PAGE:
The Guilty River HTML version

11. Warned Again
The breakfast hour had not yet arrived when I got home. I went into the garden to refresh
my eyes--a little weary of the solemn uniformity of color in Fordwitch Wood--by looking
at the flowers.
Reaching the terrace, in the first place, I heard below me a man's voice, speaking in tones
of angry authority, and using language which expressed an intention of turning somebody
out of the garden. I at once descended the steps which led to the flower-beds. The man in
authority proved to be one of my gardeners; and the man threatened with instant
expulsion was the oddly-dressed servant of the friend whom I had just left.
The poor fellow's ugly face presented a picture of shame and contrition, the moment I
showed myself. He piteously entreated me to look over it, and to forgive him.
"Wait a little," I said. "Let me see if I have anything to forgive." I turned to the gardener.
"What is your complaint of this man?"
"He's a trespasser on your grounds, sir. And, his impudence, to say the least of it, is such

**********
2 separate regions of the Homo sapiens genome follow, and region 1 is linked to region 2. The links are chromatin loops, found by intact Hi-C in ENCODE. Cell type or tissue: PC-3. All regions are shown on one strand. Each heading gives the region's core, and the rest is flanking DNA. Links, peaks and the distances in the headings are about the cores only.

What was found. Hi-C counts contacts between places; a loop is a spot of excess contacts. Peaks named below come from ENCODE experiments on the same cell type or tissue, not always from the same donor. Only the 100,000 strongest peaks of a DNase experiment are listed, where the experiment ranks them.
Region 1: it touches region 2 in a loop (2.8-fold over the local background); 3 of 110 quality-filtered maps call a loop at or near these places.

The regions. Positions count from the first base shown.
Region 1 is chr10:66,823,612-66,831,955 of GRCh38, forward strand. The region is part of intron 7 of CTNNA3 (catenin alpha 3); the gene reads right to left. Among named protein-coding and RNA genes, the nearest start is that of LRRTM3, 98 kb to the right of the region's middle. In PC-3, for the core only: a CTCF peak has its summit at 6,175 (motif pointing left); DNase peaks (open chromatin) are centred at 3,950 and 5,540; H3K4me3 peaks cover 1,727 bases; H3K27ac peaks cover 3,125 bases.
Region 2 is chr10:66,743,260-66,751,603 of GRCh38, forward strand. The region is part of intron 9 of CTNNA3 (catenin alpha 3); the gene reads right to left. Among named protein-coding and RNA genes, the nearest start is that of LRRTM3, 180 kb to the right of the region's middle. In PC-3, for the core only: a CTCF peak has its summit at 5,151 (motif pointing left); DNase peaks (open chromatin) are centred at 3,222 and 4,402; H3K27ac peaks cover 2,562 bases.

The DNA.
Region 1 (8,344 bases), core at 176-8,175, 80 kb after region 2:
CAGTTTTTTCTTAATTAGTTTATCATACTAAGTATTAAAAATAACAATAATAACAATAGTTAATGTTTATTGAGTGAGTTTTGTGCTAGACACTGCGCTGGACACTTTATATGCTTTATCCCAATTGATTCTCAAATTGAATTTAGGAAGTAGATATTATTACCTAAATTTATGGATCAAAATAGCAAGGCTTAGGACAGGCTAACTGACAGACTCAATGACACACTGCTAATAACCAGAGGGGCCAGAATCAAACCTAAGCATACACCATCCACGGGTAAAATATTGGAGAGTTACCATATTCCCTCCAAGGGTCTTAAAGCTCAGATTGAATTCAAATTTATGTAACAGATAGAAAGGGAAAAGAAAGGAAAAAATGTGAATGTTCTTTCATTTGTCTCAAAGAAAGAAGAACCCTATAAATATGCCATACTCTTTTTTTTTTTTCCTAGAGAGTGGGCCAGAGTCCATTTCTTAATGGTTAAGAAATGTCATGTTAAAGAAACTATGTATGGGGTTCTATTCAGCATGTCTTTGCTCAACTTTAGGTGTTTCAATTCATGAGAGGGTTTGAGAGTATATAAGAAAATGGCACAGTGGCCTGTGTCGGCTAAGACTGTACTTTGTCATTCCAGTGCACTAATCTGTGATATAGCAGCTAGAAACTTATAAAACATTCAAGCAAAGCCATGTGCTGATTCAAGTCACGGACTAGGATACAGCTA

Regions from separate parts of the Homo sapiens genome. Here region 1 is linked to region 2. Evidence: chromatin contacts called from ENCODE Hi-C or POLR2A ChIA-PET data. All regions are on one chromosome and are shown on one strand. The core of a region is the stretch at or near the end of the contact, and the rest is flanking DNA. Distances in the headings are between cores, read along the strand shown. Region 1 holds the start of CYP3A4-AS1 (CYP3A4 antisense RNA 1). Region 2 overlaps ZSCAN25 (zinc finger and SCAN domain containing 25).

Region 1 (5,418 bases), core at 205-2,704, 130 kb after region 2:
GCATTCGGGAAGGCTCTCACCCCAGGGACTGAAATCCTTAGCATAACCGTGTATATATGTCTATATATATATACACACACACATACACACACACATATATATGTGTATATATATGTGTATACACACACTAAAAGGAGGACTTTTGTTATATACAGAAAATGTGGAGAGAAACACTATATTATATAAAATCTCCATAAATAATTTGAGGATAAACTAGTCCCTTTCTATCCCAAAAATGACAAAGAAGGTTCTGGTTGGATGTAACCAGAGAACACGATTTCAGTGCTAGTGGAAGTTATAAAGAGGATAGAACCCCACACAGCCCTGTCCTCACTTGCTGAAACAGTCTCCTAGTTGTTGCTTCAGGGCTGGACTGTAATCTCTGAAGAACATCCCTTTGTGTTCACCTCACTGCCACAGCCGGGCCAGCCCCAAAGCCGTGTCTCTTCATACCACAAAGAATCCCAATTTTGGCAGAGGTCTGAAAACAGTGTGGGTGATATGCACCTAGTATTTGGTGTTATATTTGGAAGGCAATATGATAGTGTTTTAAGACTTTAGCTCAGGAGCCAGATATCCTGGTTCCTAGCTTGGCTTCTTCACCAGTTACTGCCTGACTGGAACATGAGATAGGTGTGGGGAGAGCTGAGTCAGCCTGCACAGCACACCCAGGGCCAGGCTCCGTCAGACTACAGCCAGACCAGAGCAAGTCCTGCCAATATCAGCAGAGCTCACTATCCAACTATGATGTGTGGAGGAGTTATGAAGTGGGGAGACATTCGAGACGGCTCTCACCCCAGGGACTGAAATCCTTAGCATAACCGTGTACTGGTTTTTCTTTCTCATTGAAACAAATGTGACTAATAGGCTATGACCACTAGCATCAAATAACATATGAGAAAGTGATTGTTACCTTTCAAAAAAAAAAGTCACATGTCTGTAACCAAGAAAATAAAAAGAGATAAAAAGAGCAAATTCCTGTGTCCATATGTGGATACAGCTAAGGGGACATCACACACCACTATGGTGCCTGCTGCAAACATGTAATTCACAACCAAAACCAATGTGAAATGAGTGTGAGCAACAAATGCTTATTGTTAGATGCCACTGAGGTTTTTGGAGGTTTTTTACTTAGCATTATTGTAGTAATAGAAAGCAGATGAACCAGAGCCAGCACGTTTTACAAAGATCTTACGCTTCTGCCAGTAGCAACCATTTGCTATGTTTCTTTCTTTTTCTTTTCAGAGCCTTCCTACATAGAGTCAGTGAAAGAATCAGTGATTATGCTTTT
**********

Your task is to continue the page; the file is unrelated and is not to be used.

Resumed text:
as I never met with before."
"What harm has he done?"
"Harm, sir?"
"Yes--harm. Has he been picking the flowers?"
The gardener looked round him, longing to refer me to the necessary evidence, and
failing to discover it anywhere. The wretched trespasser took heart of grace, and said a
word in his own defence.
"Nobody ever knew me to misbehave myself in a gentleman's garden," he said; "I own,
sir, to having taken a peep at the flowers, over the wall."
"And they tempted you to look a little closer at them?"
"That's the truth, sir."
"So you are fond of flowers?"
"Yes, sir. I once failed in business as a nurseryman--but I don't blame the flowers."
The delightful simplicity of this was lost on the gardener. I heard the brute mutter to
himself: "Gammon!" For once I asserted my authority over my servant.